Figure 10

Effect of different static transmit rate values on network performance. It is obvious that under all circumstances, 12 Mbps is the optimal choice. The only exception is the CAM PSR value for 160 m; however, in this case, the difference is negligible. (a) Average CAM PSR for different fixed transmit rates. (b) Average DENM PSR for different fixed transmit rates.

A point to mention is that during the experimentations described above and in Section 4.2 (power control), only one parameter was varied at a time, or transmit power or transmit rate. Since SDDV level 4 defines a fixed combination of 33 dBm transmit power and 12 Mbps transmit rate, it could be useful to further investigate if other fixed combinations of rate and power lead to even better results. Therefore, additional experiments were performed in order to cover all possible combinations of the envisaged transmit powers (33 to 3 dBm) and rates (3, 6, 12 Mbps). Careful evaluation of the results indicated that no other combinations achieved a better performance than the combination of 33 dBm and 12 Mbps.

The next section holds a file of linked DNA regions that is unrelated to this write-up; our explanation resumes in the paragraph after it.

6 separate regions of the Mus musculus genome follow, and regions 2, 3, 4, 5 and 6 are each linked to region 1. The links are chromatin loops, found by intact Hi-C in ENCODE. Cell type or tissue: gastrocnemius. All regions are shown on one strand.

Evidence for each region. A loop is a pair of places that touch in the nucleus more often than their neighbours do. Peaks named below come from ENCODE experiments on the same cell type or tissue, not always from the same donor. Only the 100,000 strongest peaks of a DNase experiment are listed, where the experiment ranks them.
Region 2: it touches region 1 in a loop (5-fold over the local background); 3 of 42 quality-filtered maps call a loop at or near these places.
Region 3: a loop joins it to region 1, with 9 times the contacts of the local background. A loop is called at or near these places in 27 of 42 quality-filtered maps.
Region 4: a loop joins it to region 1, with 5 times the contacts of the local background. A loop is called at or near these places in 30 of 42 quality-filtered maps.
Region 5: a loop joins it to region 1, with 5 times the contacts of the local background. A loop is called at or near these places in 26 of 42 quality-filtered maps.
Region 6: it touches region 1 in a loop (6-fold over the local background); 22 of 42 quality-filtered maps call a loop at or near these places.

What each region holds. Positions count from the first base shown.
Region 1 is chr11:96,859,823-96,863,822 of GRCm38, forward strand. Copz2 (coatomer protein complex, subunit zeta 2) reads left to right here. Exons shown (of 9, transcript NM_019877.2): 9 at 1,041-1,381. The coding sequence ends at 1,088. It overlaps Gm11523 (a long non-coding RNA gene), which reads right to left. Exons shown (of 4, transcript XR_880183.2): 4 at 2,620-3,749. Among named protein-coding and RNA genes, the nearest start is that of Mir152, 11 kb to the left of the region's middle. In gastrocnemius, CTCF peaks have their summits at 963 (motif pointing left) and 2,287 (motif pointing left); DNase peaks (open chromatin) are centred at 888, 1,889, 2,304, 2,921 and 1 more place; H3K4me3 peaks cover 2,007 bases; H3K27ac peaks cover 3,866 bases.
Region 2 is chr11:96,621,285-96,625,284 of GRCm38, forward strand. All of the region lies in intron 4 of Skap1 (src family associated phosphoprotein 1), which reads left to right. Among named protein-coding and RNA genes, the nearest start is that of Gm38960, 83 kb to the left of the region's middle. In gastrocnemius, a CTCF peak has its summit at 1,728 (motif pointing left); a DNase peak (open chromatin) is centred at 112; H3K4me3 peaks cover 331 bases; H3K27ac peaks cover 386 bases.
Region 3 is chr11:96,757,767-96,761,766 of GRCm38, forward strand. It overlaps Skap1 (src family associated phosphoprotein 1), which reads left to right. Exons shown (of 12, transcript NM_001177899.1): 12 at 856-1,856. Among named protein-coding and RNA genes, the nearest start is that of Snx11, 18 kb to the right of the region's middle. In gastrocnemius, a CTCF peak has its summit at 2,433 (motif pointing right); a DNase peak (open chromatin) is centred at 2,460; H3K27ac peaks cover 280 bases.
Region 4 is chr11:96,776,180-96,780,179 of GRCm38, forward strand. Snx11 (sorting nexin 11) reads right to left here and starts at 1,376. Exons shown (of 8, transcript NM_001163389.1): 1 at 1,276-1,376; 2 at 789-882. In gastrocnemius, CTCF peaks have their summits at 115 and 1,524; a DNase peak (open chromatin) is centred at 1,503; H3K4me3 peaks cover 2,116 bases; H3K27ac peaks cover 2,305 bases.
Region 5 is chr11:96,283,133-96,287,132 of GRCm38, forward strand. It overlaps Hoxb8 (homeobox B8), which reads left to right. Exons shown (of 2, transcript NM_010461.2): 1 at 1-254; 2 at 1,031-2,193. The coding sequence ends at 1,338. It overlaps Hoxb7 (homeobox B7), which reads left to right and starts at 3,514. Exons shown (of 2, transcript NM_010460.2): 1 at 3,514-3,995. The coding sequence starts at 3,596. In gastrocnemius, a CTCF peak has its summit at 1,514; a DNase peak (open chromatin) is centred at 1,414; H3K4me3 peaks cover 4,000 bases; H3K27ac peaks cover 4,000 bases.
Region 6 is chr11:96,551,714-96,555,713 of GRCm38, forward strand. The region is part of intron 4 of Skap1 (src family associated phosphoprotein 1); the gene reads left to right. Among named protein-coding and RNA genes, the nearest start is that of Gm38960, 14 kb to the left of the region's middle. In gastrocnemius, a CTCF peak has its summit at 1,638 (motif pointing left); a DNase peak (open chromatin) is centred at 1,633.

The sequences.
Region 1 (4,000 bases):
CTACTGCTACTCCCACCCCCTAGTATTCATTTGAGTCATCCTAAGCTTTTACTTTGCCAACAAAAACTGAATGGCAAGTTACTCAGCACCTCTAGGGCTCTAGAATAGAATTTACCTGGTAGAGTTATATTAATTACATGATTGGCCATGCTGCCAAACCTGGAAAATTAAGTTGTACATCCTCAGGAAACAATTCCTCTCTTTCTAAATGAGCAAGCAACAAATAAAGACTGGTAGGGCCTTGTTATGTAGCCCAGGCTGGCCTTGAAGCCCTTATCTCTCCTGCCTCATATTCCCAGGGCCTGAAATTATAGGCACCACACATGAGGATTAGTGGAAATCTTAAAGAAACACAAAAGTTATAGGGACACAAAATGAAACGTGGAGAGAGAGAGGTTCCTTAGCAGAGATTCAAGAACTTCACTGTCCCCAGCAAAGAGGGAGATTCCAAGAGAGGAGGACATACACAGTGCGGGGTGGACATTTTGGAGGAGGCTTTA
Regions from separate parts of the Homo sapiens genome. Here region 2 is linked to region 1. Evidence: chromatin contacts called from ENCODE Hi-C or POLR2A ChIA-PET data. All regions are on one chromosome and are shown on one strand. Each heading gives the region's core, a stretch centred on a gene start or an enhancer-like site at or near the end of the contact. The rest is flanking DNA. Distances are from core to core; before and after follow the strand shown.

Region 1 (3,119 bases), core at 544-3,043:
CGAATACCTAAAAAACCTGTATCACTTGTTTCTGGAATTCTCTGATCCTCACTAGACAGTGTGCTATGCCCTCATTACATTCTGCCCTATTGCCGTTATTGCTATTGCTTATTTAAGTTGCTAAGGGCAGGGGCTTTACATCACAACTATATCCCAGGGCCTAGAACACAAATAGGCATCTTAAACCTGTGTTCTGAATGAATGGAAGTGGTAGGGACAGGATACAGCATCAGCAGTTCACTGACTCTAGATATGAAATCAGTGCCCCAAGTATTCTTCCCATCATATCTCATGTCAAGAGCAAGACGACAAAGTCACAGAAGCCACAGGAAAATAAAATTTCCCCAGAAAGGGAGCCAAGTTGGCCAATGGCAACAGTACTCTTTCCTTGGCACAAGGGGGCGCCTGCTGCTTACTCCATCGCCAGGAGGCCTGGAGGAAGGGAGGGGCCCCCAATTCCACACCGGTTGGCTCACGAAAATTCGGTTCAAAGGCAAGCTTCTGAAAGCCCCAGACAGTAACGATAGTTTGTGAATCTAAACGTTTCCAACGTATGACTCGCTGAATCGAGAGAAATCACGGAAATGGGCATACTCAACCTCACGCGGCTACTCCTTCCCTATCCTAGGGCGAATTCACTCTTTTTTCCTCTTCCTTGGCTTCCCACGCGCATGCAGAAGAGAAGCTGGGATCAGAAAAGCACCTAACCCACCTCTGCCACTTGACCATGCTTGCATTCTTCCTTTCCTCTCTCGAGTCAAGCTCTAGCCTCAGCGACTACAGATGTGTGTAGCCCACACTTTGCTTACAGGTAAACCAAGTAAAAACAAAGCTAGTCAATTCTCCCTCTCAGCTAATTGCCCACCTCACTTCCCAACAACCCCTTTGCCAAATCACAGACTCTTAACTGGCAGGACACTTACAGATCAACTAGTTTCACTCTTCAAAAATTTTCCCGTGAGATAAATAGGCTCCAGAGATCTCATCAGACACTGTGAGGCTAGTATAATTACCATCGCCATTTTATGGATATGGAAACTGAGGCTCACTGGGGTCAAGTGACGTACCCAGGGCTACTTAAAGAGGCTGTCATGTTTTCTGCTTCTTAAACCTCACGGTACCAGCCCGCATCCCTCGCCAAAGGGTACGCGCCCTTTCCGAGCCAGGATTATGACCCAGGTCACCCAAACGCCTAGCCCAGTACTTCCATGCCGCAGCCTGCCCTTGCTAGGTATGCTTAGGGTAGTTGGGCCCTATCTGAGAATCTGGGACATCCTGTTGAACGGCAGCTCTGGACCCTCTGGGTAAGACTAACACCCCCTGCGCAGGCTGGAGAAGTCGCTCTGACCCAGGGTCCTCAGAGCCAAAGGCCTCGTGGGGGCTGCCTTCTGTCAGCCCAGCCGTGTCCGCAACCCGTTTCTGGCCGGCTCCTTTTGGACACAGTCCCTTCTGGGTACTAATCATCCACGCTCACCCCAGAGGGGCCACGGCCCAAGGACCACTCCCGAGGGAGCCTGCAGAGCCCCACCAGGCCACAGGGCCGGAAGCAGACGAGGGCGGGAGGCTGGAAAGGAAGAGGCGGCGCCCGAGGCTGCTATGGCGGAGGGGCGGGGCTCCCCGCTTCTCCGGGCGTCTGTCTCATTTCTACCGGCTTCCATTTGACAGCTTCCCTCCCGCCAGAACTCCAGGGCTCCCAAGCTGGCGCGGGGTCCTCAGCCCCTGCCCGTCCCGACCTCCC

4.4 Optimal selection of QoS class

The IEEE 802.11p MAC layer is similar to the IEEE 802.11e enhanced distributed channel access (EDCA) extension that supports quality of service (QoS) [50]. This scheme resembles the CSMA/CA scheme of standard IEEE 802.11 called distributed coordination function or DCF, but it can differentiate between four different application categories: background traffic (BK), best effort traffic (BE), video traffic (VI), and voice traffic (VO). Different contention window (CW) and arbitration inter frame space (AIFS) values are chosen for the different application categories, where VO has the highest priority and BK the lowest. For more information regarding the functionality of EDCA and the IEEE 802.11p MAC, we refer to our previous work [51].